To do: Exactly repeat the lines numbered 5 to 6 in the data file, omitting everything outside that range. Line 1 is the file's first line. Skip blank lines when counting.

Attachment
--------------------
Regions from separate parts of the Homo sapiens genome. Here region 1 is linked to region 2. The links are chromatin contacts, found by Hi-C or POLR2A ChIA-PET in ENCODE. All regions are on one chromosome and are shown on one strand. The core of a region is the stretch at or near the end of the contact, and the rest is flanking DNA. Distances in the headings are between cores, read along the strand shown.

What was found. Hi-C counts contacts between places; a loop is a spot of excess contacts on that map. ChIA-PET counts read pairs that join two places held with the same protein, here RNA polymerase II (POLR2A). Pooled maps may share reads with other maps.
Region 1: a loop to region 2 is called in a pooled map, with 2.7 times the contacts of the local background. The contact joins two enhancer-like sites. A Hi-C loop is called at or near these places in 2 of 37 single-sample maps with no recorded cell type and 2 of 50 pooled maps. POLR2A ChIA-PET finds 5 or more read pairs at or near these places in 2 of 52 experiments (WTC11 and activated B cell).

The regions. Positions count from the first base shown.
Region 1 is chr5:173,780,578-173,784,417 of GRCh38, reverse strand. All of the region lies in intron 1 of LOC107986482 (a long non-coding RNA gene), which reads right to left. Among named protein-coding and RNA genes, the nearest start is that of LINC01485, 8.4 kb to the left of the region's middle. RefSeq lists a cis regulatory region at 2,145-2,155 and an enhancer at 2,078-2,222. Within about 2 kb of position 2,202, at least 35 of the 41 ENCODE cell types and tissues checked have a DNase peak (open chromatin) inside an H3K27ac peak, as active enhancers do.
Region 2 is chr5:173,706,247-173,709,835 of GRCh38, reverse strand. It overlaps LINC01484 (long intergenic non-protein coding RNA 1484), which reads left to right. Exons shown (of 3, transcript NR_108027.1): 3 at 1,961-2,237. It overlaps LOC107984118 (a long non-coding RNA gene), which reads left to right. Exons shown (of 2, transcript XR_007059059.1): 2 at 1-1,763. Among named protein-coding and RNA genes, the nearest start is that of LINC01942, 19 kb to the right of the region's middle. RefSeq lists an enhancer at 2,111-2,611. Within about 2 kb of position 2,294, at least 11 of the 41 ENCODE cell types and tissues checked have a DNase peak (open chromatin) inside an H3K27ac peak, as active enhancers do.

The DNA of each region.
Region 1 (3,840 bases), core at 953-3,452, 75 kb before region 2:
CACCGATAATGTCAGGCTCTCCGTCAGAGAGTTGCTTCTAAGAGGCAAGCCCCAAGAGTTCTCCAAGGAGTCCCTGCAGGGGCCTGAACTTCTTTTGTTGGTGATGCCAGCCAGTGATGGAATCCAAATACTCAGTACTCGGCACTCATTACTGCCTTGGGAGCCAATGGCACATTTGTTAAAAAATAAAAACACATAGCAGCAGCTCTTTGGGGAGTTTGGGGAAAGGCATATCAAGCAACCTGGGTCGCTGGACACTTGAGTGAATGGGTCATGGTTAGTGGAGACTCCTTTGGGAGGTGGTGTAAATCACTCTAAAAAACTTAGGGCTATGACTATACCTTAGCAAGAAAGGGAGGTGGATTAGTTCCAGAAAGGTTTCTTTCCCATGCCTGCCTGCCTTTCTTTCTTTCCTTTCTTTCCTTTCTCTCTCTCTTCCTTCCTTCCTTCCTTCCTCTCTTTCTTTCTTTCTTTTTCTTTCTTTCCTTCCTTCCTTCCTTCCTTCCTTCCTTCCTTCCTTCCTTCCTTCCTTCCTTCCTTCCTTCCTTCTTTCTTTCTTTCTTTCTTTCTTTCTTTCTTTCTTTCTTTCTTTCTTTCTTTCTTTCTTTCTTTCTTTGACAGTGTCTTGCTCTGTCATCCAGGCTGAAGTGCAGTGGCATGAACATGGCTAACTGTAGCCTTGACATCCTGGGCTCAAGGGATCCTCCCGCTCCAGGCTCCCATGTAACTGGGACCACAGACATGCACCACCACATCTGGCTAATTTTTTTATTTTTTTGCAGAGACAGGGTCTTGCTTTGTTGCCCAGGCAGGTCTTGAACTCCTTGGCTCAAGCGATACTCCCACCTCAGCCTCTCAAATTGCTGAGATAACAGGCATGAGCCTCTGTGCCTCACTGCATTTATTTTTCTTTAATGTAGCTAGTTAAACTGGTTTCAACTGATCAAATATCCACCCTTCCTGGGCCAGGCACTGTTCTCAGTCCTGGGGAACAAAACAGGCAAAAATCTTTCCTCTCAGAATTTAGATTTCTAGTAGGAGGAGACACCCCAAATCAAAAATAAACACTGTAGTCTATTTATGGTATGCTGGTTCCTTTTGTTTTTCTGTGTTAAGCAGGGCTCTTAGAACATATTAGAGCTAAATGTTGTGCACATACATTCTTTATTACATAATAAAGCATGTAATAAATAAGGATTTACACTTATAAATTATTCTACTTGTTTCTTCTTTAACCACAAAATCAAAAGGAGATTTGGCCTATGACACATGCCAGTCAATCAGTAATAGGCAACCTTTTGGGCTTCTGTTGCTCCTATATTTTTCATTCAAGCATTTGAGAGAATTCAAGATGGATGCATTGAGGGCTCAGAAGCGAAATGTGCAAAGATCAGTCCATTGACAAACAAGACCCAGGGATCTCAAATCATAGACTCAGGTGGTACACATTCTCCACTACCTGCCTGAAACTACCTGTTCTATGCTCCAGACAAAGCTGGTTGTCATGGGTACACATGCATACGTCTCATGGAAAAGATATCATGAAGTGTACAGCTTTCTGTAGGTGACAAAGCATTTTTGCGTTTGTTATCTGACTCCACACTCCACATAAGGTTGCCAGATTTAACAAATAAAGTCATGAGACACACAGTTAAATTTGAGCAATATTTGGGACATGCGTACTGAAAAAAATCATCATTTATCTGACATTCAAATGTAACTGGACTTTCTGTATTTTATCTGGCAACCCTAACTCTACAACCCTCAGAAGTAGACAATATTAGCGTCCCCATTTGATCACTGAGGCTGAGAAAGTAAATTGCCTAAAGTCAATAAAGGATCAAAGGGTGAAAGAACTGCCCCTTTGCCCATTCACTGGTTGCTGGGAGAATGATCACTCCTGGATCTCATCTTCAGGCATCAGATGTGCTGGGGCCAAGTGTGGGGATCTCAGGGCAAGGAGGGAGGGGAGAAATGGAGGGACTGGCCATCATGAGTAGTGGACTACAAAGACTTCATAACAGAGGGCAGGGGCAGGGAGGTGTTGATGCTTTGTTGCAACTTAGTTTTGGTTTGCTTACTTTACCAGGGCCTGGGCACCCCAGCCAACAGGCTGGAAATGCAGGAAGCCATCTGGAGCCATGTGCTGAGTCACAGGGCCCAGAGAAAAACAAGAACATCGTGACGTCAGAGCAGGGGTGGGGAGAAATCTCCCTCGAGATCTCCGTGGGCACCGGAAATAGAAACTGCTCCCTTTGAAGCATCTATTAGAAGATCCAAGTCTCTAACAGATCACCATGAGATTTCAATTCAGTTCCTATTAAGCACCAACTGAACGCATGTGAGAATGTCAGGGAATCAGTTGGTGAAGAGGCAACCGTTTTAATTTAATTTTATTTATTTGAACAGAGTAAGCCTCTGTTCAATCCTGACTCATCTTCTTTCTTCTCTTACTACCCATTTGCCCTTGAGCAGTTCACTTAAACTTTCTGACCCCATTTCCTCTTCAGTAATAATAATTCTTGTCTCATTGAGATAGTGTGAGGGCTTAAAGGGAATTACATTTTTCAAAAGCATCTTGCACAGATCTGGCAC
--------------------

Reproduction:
Region 1 is chr5:173,780,578-173,784,417 of GRCh38, reverse strand. All of the region lies in intron 1 of LOC107986482 (a long non-coding RNA gene), which reads right to left. Among named protein-coding and RNA genes, the nearest start is that of LINC01485, 8.4 kb to the left of the region's middle. RefSeq lists a cis regulatory region at 2,145-2,155 and an enhancer at 2,078-2,222. Within about 2 kb of position 2,202, at least 35 of the 41 ENCODE cell types and tissues checked have a DNase peak (open chromatin) inside an H3K27ac peak, as active enhancers do.
Region 2 is chr5:173,706,247-173,709,835 of GRCh38, reverse strand. It overlaps LINC01484 (long intergenic non-protein coding RNA 1484), which reads left to right. Exons shown (of 3, transcript NR_108027.1): 3 at 1,961-2,237. It overlaps LOC107984118 (a long non-coding RNA gene), which reads left to right. Exons shown (of 2, transcript XR_007059059.1): 2 at 1-1,763. Among named protein-coding and RNA genes, the nearest start is that of LINC01942, 19 kb to the right of the region's middle. RefSeq lists an enhancer at 2,111-2,611. Within about 2 kb of position 2,294, at least 11 of the 41 ENCODE cell types and tissues checked have a DNase peak (open chromatin) inside an H3K27ac peak, as active enhancers do.